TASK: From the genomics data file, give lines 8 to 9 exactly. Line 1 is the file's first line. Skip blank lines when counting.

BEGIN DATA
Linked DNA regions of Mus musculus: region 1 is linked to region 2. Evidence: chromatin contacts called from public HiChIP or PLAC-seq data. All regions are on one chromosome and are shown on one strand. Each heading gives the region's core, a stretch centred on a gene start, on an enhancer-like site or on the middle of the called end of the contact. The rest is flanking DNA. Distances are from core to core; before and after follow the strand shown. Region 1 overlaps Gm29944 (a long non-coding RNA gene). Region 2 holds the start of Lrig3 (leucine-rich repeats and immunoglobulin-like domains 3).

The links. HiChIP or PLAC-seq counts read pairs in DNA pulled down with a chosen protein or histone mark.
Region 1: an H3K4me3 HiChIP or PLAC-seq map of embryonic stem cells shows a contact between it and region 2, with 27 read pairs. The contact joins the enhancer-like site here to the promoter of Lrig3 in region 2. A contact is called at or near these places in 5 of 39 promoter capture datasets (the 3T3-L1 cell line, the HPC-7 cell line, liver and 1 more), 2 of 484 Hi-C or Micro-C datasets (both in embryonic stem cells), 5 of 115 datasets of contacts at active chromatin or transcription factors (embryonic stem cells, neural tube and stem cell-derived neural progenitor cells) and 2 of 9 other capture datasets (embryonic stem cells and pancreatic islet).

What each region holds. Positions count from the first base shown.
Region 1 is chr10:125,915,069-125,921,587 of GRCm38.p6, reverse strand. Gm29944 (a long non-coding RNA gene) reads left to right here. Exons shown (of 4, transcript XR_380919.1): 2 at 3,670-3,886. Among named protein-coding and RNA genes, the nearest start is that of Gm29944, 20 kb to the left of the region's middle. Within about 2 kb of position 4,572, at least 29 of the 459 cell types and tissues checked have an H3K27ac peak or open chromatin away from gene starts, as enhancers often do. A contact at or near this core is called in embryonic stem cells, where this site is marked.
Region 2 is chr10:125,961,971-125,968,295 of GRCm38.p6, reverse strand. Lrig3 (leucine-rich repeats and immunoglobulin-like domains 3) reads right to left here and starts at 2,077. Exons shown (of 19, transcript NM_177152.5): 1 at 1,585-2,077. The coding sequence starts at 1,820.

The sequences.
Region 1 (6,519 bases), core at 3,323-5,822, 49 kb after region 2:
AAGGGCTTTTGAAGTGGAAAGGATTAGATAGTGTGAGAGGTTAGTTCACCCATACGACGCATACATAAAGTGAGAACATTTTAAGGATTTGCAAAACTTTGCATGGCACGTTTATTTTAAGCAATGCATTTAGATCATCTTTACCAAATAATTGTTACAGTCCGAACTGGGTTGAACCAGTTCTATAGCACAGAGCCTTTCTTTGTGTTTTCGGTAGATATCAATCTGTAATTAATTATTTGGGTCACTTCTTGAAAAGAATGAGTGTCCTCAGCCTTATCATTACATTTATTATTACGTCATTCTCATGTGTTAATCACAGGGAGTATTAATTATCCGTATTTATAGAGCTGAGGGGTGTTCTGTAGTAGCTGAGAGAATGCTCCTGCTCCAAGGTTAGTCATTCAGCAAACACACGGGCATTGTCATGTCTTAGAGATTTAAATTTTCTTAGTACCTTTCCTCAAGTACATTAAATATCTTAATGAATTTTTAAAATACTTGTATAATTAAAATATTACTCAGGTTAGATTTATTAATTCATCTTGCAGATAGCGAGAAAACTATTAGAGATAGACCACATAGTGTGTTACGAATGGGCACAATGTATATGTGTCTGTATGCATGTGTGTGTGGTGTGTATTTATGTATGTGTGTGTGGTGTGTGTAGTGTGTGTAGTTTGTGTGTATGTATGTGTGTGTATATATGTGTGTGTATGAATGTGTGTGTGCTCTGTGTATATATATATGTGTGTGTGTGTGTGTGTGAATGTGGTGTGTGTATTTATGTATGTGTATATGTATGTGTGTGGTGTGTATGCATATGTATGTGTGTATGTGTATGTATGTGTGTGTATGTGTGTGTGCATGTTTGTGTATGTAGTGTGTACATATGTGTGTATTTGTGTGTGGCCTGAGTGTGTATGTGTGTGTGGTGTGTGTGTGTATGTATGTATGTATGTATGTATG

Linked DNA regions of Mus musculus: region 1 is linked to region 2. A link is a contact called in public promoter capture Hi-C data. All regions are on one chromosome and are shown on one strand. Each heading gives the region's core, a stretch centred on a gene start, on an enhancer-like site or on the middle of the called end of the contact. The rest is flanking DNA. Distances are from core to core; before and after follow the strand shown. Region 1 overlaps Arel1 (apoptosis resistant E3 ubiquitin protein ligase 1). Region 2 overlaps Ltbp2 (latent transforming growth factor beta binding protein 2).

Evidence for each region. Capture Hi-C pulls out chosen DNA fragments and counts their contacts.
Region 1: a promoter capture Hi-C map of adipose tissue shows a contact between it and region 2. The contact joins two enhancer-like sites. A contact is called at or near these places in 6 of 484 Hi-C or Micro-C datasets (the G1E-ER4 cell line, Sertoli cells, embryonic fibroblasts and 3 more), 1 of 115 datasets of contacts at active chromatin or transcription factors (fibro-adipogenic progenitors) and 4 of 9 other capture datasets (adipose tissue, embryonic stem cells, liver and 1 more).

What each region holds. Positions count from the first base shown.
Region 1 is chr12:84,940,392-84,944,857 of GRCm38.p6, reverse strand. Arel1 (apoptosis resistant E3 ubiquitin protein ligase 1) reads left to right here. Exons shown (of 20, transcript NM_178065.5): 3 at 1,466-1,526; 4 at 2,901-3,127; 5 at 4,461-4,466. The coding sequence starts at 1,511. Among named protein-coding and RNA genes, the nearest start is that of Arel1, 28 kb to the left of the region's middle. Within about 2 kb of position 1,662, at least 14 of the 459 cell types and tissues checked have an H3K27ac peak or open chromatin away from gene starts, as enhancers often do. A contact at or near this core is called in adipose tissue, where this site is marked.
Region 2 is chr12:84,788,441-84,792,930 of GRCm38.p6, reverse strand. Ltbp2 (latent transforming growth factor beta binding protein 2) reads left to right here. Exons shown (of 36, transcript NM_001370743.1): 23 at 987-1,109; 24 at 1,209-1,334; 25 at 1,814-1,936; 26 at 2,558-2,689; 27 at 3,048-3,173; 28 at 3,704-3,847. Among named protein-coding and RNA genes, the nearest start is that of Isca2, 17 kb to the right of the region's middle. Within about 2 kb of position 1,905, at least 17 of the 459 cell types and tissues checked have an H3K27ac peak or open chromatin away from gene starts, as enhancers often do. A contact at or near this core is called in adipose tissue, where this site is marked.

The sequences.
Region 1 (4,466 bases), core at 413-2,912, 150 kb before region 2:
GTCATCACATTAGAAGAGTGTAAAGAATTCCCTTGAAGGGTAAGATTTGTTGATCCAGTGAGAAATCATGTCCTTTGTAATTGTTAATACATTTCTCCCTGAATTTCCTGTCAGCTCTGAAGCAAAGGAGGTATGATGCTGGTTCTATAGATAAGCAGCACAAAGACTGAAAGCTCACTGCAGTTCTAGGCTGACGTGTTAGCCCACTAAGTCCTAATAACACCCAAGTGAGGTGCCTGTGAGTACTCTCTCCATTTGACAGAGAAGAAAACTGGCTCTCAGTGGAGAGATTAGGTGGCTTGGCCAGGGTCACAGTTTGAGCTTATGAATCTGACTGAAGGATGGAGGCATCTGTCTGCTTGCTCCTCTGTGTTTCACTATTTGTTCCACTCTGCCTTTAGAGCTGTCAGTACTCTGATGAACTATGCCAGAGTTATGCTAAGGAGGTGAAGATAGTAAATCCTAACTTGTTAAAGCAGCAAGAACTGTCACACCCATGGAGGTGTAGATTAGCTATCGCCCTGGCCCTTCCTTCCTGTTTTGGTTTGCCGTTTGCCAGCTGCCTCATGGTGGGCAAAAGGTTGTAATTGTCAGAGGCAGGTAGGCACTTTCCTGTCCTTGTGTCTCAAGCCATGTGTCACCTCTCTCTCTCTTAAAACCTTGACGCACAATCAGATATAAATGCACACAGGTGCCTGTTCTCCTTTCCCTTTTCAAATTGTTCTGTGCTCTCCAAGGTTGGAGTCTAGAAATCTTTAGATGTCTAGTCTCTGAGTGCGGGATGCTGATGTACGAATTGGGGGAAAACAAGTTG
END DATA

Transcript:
Region 1 (6,519 bases), core at 3,323-5,822, 49 kb after region 2:
AAGGGCTTTTGAAGTGGAAAGGATTAGATAGTGTGAGAGGTTAGTTCACCCATACGACGCATACATAAAGTGAGAACATTTTAAGGATTTGCAAAACTTTGCATGGCACGTTTATTTTAAGCAATGCATTTAGATCATCTTTACCAAATAATTGTTACAGTCCGAACTGGGTTGAACCAGTTCTATAGCACAGAGCCTTTCTTTGTGTTTTCGGTAGATATCAATCTGTAATTAATTATTTGGGTCACTTCTTGAAAAGAATGAGTGTCCTCAGCCTTATCATTACATTTATTATTACGTCATTCTCATGTGTTAATCACAGGGAGTATTAATTATCCGTATTTATAGAGCTGAGGGGTGTTCTGTAGTAGCTGAGAGAATGCTCCTGCTCCAAGGTTAGTCATTCAGCAAACACACGGGCATTGTCATGTCTTAGAGATTTAAATTTTCTTAGTACCTTTCCTCAAGTACATTAAATATCTTAATGAATTTTTAAAATACTTGTATAATTAAAATATTACTCAGGTTAGATTTATTAATTCATCTTGCAGATAGCGAGAAAACTATTAGAGATAGACCACATAGTGTGTTACGAATGGGCACAATGTATATGTGTCTGTATGCATGTGTGTGTGGTGTGTATTTATGTATGTGTGTGTGGTGTGTGTAGTGTGTGTAGTTTGTGTGTATGTATGTGTGTGTATATATGTGTGTGTATGAATGTGTGTGTGCTCTGTGTATATATATATGTGTGTGTGTGTGTGTGTGAATGTGGTGTGTGTATTTATGTATGTGTATATGTATGTGTGTGGTGTGTATGCATATGTATGTGTGTATGTGTATGTATGTGTGTGTATGTGTGTGTGCATGTTTGTGTATGTAGTGTGTACATATGTGTGTATTTGTGTGTGGCCTGAGTGTGTATGTGTGTGTGGTGTGTGTGTGTATGTATGTATGTATGTATGTATG